The 'Worry Room' Technique Could Be The Mental Health Tool You Need To Help Your Anxiety

Anxiety is nothing to be ashamed of. According to the American Psychiatric Association, roughly one in three adults will experience an anxiety disorder at some point, including celebrities like Megan Thee Stallion and Selena Gomez . So, if you're feeling anxious, know that you're in good company — and not alone.

Even still, worrying can get the best of anyone if left unmanaged. "Often, people who constantly worry lie in bed at night ruminating or wake up and immediately feel stressed about what they have going on that day," Dr. Kelli Johnson, dean of the College of Psychology and Behavioral Sciences at Chicago's National Louis University and a practicing counselor, told Forbes. This can quickly ruin your day and, eventually, your health: Per Mayo Clinic, people with anxiety disorders may be more likely to experience digestive issues, aches and pains, and an overall worse quality of life.

However, there's no need to worry about worrying. Instead, it's important to learn how to deal with worry the right way, without letting rumination take over your entire schedule. One way to do this is by using the therapist-approved "worry room" technique.

Making time to worry may relieve anxiety

If you've ever been told to just stop worrying, you know this oversimplified advice pretty much never works, especially if you have anxiety. Rather than trying to shut off your anxious thoughts, it might help to make space for them — literally. The Association for Behavioral and Cognitive Therapies suggests designating a specific place and time to worry every day. If you catch yourself worrying outside of this window, postpone the thought until you visit your "worry room" again.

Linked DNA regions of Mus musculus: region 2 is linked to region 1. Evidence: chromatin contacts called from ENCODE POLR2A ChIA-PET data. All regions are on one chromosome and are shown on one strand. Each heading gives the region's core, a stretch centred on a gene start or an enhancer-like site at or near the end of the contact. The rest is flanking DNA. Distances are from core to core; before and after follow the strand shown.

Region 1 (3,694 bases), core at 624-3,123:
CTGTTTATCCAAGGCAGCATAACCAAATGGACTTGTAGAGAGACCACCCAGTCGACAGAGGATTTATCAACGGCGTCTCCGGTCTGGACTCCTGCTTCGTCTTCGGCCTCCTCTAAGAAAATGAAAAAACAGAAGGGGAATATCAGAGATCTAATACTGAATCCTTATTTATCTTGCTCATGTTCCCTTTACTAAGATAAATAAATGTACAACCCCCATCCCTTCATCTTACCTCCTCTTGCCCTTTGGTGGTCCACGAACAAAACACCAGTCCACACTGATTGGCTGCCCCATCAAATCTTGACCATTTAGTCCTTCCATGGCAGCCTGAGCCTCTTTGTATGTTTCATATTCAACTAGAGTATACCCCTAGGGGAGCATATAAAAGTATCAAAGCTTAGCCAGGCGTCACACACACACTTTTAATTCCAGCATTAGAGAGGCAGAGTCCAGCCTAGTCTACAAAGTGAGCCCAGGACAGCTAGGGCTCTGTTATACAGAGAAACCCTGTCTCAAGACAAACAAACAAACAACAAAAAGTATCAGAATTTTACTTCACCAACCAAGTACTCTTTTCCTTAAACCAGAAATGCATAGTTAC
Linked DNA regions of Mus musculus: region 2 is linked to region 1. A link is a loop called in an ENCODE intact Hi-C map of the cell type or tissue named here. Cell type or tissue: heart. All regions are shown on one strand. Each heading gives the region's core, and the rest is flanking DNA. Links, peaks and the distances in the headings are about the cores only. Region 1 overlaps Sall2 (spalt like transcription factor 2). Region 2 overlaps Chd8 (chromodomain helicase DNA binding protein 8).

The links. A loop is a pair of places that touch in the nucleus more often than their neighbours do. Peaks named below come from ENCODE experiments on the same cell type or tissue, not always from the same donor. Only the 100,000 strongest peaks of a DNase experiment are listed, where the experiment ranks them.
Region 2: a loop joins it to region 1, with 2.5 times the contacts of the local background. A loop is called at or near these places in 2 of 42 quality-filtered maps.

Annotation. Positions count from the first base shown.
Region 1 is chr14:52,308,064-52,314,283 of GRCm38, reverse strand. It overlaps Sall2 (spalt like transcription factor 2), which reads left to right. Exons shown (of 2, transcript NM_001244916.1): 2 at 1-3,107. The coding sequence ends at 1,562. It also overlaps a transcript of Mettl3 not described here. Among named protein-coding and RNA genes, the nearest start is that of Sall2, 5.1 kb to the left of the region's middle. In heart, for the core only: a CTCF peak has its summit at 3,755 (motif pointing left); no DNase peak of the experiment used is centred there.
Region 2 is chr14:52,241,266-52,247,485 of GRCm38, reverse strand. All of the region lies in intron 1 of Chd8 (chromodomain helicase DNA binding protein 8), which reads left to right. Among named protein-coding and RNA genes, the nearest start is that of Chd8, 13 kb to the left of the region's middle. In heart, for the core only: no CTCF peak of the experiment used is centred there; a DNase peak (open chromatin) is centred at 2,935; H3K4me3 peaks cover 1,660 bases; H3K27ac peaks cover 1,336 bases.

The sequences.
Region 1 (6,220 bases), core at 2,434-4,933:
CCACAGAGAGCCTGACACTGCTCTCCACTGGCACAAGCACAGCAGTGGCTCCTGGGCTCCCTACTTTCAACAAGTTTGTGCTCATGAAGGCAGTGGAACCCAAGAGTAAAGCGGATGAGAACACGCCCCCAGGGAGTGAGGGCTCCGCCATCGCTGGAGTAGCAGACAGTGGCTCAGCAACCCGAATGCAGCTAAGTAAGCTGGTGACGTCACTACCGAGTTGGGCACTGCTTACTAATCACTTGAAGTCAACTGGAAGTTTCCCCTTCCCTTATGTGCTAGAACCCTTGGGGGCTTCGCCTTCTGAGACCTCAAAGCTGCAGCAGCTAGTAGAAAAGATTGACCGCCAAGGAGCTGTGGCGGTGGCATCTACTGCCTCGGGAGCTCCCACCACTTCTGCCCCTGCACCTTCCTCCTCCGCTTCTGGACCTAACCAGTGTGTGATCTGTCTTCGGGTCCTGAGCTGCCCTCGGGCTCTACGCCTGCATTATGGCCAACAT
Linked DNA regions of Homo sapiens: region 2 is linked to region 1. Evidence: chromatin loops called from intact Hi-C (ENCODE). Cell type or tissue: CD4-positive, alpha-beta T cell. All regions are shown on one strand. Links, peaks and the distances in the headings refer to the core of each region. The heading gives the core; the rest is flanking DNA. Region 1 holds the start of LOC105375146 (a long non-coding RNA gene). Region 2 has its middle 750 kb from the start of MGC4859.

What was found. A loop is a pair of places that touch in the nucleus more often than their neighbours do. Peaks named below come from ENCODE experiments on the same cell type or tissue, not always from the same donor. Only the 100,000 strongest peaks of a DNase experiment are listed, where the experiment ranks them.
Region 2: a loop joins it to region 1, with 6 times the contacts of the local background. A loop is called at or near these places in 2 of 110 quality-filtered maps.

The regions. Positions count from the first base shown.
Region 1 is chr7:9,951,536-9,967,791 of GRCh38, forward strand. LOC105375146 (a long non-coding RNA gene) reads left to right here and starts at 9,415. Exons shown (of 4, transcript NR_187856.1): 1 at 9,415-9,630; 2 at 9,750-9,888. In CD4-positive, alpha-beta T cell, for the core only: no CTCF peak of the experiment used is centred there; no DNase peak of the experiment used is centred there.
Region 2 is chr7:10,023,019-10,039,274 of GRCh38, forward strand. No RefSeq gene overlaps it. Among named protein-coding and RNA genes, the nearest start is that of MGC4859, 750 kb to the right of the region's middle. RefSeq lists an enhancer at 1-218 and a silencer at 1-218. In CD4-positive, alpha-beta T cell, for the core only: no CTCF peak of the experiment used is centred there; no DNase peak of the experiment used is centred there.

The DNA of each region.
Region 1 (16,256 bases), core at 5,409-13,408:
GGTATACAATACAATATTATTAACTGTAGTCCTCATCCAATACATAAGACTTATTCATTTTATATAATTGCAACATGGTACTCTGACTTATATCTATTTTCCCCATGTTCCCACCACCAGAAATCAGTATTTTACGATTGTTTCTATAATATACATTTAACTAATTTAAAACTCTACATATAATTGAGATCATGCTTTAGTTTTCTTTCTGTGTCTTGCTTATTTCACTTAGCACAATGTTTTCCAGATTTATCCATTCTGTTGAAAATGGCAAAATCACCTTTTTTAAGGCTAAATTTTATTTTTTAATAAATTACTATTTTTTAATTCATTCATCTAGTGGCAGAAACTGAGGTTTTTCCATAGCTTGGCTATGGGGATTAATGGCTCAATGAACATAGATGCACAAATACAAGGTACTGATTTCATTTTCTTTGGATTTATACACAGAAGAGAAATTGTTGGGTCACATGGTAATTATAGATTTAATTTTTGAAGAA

The idea behind the method is that worrying can be useful, though not in excess. Setting time aside to worry ensures you don't bottle up your problems or avoid them altogether. And giving yourself space to embrace your inner worrywart may help you cope with stress better in the end. "The ultimate benefit of worry time is having more time and energy to focus on other important areas of your life that were previously consumed with worries. This frees up mental space to be more present and engaged with other areas of your life," Dr. Sabrina Romanoff, a clinical psychologist and professor at Yeshiva University, shared with Verywell Mind.

There's also scientific evidence to back up the worry room technique. In a 2012 study published in the journal Behavior Modification, people who scheduled time to worry, rather than allowing themselves to brood freely, felt more relief from anxiety and even slept better at night.

How to create your own worry room

If your anxious thoughts seem to follow you wherever you go, commit to a regular worry time each day. "Anywhere from 15 minutes, up to half an hour is a good amount of time, but anything over an hour might be excessive to be ruminating over all your worries," psychologist Nancy Sokarno suggested to Refinery29. "Ideally, you should also do it in the afternoon, but not too close to bedtime in case you can't help but lay awake at night thinking about your concerns."

As for the location, your worry room doesn't have to be a separate room at home, though it's best to choose a spot not utilized for rest or work. Brenda Arellano, a licensed psychological associate, noted to Apartment Therapy that it can be a special chair, for example.

Once you're in your worry window, set a timer and notice what thoughts arise. Journal or list out problems bringing you anxiety, and if you can, consider what baby steps you can take to tackle these concerns. If your mind is still racing once you step out of your worry room, take a deep breath and try a grounding practice, like the "54321 method," to carry on calmly with your day. And if a negative thought continues taking up real estate in your mind, Arellano notes that it's okay to jot it down and return to it during your next worry room session.

If you or someone you know needs help with mental health, please contact the Crisis Text Line by texting HOME to 741741, call the National Alliance on Mental Illness helpline at 1-800-950-NAMI (6264), or visit the National Institute of Mental Health website.